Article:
While many eyes are fixed on the violence in Nigeria’s northeast, the country’s approaching presidential election (March 28) will hinge on what happens elsewhere. One critical zone is the South West, a base of strength for the opposition coalition the All Progressives Congress (APC). The South West is majority-Yoruba, and its most populous city (which is also Africa’s most populous) is Lagos, which has been governed by opposition parties since Nigeria returned to civilian rule in 1999.

The South West voted for the ruling People’s Democratic Party (PDP) in each of the last four presidential elections. Indeed, the 2011 elections featured a fairly straightforward electoral map. Of Nigeria’s six geopolitical zones, President Goodluck Jonathan won four of them – the North Central, the South West, the South East, and the South South. His challenger, General Muhammadu Buhari, won the North West and the North East. In 2015, the same two men are competing again, but the map could look quite different. Few doubt that Jonathan can hold most or all of the South East and the South South. But Buhari is more competitive in the North Central and the Southwest than he was four years ago. In 2011, the rumor goes, APC leader and former Lagos Governor Bola Tinubu (then of the ACN, one of the APC’s constituent parties) made a deal with Jonathan to support his presidential bid if Jonathan’s PDP left several South West governorships to the ACN. Whatever the truth of that allegation, this time could be different. Tinubu backs Buhari (unless something changes!), and other South West leaders seem fed up with Jonathan – hence former President Olusegun Obasanjo’s recent endorsement of Buhari.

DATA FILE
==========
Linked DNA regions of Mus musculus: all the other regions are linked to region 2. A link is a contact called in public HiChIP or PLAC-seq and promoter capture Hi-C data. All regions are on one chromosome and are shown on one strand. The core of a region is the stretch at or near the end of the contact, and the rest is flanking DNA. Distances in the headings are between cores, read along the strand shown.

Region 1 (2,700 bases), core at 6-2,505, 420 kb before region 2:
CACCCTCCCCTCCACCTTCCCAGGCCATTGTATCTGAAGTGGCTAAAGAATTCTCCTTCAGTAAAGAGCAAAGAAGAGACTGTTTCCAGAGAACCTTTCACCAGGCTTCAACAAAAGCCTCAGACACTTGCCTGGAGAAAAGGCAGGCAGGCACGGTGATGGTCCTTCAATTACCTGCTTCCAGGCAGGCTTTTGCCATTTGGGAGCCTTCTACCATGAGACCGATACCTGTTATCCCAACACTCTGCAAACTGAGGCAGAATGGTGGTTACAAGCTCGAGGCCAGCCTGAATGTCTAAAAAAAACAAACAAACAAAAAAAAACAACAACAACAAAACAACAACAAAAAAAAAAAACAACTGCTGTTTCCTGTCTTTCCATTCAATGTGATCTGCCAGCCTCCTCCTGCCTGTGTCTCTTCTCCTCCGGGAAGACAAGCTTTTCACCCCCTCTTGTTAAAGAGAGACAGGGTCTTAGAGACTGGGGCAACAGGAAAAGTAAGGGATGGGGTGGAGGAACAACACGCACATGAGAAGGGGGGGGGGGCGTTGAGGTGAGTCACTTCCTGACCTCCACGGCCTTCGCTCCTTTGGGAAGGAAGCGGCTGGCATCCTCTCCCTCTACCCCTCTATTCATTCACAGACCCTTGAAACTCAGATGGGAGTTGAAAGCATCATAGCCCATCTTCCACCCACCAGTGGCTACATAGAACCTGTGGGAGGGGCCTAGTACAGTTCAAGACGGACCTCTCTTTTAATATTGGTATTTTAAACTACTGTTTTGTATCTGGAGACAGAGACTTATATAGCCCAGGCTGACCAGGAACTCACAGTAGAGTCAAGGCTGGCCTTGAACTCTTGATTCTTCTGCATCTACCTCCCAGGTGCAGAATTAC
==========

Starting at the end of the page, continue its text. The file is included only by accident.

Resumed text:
This dynamic helps explain why Jonathan recently undertook a high-profile, four-day sweep through the South West. His campaign was especially eager to highlight his meetings with traditional rulers, such as the Alaafin of Oyo, the Soun of Ogbomoso, and the Alara of Ilara Epe. Jonathan also met Muslim leaders in the South West. (Although the international media is quick to talk of Nigeria’s “Muslim North” and its “Christian South,” there are many Muslims in the South West, and a sizeable Christian minority in much of the North.) The Punch quotes one purported insider account of behind-the-scenes deal-making:

A former Minister of Works, Chief Adeseye Ogunlewe, told one of our correspondents on the telephone on Saturday that the Yoruba elders lamented that the people of the South-West had been marginalised in the Jonathan administration.